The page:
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Jordan: Ajlun, Amman, Aqaba, Bethany Beyond the Jordan, Dead Sea, Jerash, Karak, Madaba, Mount Nebo, Pella & Umm Qays, Petra, Wadi Rum
Petra, Jordan: The Lost City
by Prakash Bang, Editor in Chief
It is a vast unique city, carved into sheer rock face by the Nabataeans, an industrious Arab civilization who settled here more than 2000 years ago. Petra became an important junction for the silk, spice and other trade routes that linked China, India and southern Arabia with Egypt, Syria, Greece and Rome.
We checked into the Movenpick Hotel the night before. It was a Monday evening giving us an opportunity to experience Petra by night. The self guided night tour starts at 8:30 PM and ends at 10PM. The night show happens only on Mondays, Wednesdays and Thursdays. There’s an entry fee of JOD 20 per passenger. Over 2000 candles are lit illuminating the path through the 1200 meter long Siq. At the end of the Siq is Al Khazneh (The Treasury) – the most elaborate façade around. Visitors need to sit down on mattresses as a Bedouin musician plays music amidst lit candles. The music goes on for about 30 minutes. And that’s about it. It’s a walk back. For those tired of walking can skip the show and save the energy for day touring of the Lost City.
After reaching its historical peak though, Petra was gradually abandoned and after the 14th century it was completely lost to the west, until a Swiss traveler named Johann Ludwig Burckhardt rediscovered it in 1812… albeit by tricking his way into the fiercely guarded site by pretending to be an Arab from India wishing to make a sacrifice at the tomb of Prophet Aaron!
The Nabataeans were clever and practical people. They were open to outside cultural influences. A walk down Petra attests to this. One can see classical Graeco-Roman, Egyptian, Mesopotamian and local styles all fused into one unified artwork. Prior to being lost, the city was throbbing with life, crisscrossed by paved roads, agricultural terraces, water harvesting systems, temples and theatres.
The next morning, after breakfast we were ready to explore Petra by day. Entry is JOD50 per passenger. The ticket includes a one-way ride on a horse up to the entrance of the Siq. I recommend taking the horse on the way back, simply because the return journey is slightly uphill. The horsemen expect a tip. JOD3 should do the trick.
Petra is all about extensive walking. The walk begins from the Siq itself. Elderly and the needy can avail the facility of a horse cart that drops the passengers at the end of the Siq. The cart charges JOD10 per passenger. Once at the end of the Siq, options are available for all visitors to choose a donkey, horse or a camel for that matter to explore this fabulous city. Drink and snack kiosks and public facilities are few and far between. It would be a good idea to carry a hat and water. It really gets hot out there.
I was ready to walk.
Serious tourists can easily spend 3 days exploring the entire ancient city. However, we had time only till lunch and were eager to cover most of the important sites. On the way to the Siq entrance we crossed the Obelisk Tomb & Bab As-Siq Triclinium. It’s a beautiful monument and a perfect example of the artistic intermarriage of styles between east and west. The Triclimium is a chamber with three benches being used by the Nabataeans to feast in the honour of the dead.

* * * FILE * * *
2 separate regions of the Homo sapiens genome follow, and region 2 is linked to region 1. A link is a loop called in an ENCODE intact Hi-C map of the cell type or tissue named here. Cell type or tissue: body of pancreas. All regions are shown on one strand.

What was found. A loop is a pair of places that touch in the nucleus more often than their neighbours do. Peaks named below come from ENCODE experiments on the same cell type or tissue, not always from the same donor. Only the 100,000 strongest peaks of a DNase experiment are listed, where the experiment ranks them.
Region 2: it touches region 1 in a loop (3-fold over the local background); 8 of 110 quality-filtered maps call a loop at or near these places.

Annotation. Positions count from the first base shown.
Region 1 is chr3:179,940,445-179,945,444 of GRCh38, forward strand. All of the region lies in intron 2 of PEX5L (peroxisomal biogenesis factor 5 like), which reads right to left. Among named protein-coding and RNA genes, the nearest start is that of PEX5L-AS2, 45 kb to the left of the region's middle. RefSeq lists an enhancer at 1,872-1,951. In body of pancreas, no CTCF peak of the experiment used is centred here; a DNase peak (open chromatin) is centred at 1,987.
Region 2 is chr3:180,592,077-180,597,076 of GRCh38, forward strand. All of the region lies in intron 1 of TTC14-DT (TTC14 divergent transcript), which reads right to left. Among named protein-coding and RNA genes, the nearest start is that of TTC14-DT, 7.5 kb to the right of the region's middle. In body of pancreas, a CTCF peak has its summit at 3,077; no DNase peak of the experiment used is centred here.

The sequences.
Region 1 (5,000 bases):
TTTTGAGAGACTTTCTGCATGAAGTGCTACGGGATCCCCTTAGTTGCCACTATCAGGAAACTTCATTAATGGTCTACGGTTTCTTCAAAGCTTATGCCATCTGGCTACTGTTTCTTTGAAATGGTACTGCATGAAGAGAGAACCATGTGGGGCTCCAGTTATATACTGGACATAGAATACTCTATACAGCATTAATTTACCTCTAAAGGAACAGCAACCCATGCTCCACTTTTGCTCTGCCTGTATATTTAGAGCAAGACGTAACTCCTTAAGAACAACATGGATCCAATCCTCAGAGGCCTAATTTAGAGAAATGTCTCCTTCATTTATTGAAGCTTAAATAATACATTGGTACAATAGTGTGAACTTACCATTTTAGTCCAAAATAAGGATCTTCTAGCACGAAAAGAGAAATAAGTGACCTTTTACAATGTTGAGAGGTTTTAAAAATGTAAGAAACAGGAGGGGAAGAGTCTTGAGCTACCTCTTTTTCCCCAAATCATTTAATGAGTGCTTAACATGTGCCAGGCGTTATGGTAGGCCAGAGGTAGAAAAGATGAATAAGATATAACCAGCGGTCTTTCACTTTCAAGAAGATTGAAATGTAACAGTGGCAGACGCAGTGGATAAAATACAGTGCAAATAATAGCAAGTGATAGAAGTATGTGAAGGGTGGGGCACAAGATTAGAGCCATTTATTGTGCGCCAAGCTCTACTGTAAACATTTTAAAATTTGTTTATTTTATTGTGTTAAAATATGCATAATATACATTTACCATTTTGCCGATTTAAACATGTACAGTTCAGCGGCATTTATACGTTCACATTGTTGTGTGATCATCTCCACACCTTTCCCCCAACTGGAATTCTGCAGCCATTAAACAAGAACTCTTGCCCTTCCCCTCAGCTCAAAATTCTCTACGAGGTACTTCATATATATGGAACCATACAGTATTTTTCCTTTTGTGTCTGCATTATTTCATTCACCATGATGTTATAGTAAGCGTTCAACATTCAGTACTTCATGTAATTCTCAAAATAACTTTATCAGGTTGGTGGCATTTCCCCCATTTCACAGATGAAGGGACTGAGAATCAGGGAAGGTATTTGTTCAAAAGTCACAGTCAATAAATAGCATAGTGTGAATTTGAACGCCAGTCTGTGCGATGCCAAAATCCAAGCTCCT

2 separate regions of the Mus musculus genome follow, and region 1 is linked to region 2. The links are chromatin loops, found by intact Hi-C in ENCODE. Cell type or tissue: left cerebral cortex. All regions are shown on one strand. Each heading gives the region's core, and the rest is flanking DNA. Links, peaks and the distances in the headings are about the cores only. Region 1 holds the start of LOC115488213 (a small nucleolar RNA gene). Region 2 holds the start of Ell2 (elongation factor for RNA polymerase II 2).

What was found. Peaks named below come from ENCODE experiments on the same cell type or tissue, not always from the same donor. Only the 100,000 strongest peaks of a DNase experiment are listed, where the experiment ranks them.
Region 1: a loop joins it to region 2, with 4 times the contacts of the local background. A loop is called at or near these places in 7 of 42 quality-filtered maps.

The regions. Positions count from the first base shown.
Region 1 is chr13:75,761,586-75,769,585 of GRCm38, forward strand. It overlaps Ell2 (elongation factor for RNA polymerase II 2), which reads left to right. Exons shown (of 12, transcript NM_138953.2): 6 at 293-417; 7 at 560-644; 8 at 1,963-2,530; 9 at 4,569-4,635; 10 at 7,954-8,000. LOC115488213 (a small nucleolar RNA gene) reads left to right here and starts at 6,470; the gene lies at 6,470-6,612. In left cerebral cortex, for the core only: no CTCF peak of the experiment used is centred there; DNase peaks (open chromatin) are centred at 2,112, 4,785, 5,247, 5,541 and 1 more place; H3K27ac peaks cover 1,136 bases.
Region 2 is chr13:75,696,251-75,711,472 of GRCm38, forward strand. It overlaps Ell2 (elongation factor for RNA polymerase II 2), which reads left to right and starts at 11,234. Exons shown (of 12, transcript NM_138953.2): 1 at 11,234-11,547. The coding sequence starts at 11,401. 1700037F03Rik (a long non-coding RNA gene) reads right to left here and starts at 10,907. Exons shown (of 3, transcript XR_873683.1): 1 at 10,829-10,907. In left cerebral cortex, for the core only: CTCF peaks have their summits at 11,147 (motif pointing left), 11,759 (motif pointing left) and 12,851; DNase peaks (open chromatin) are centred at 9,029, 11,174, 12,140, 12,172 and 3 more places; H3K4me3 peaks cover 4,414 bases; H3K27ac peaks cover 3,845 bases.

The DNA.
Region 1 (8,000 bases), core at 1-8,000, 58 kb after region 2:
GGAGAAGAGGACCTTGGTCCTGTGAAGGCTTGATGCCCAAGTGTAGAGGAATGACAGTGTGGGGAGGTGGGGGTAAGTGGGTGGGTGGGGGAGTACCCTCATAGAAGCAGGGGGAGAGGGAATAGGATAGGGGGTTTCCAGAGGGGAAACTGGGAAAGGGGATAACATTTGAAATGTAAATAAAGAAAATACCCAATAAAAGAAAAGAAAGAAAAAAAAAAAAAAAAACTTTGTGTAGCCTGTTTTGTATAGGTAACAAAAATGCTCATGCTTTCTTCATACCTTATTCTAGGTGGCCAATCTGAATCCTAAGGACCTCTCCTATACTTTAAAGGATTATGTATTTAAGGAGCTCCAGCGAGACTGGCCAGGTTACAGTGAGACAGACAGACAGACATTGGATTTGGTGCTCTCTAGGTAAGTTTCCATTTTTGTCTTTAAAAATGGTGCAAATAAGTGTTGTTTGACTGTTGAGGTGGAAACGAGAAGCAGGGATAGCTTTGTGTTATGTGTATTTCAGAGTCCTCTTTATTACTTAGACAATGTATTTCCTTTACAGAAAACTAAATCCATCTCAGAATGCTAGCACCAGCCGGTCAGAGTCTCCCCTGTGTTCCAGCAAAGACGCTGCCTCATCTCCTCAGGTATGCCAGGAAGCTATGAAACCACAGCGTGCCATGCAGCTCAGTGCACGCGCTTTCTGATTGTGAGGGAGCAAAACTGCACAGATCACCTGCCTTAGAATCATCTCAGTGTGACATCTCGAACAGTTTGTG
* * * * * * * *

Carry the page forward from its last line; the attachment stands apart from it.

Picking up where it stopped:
The Siq is a long, deep and narrow gorge hemmed in by cliffs soaring up to 80 meters. Passing through it, one gets to see all the typical Petraean features, bizarre-looking geological formations, colourful rocks, agricultural terraces, water channels cut into cliffs, dams and niches carved into the rock. At places the Siq is only 3 meters wide, making it a challenge for the horse carts to negotiate through the crowds!
By 10AM we were at the end of the Siq, standing tall was the majestic Al Khazneh. This breath taking façade stands 43 meter high and 30 meter wide. The architectural site of it was quite unique in the ancient world. The main inspiration being Hellenistic, Alexandrian combined with Nabataean artistic touch. It was carved in the 1st century BC as a tomb of an important Nabataean king; some scholars believe it was later used as a temple.
Past Al Khazneh and the adjacent outer Siq, we came to Street of Facades – rows of Nabataean tombs with intricate carvings. Further down, was an entire theatre that could hold 6000 people was carved into solid rock. Theatres worked as an assembly point for all important functions, notably funerals. It was mandatory for the inhabitants to attend city’s funerals.
Up on the right were Royal Tombs. We saw it from down below as we wanted to avoid climbing up the rock-cut stairs. Before erosion took its toll, these tombs rivaled well with Al-Khazneh.
We walked for about a km more looking left and right to the tombs. I had the energy to climb a hill to an old church that had ancient mosaics on display. From the top, I got a good view of the colonnaded street below, the Temple of Winged Lions, Qasr-al-Bint and other tombs located on the hills beyond.
Had we the time and the energy we would have surely walked all the way to Ad-Deir a monastery located on a hill top. Good to know that there were 900 steps to be negotiated. We began our return journey, stopping a while at a kiosk to quench our thirst. As recommended, I took a horse from the end of the Siq up to the visitor center. Our hotel was just a short walk away.
After a delicious buffet lunch at Movenpick Hotel, we were ready to explore starry nights at Wadi Rum.
Petra Image Gallery Photo viewer
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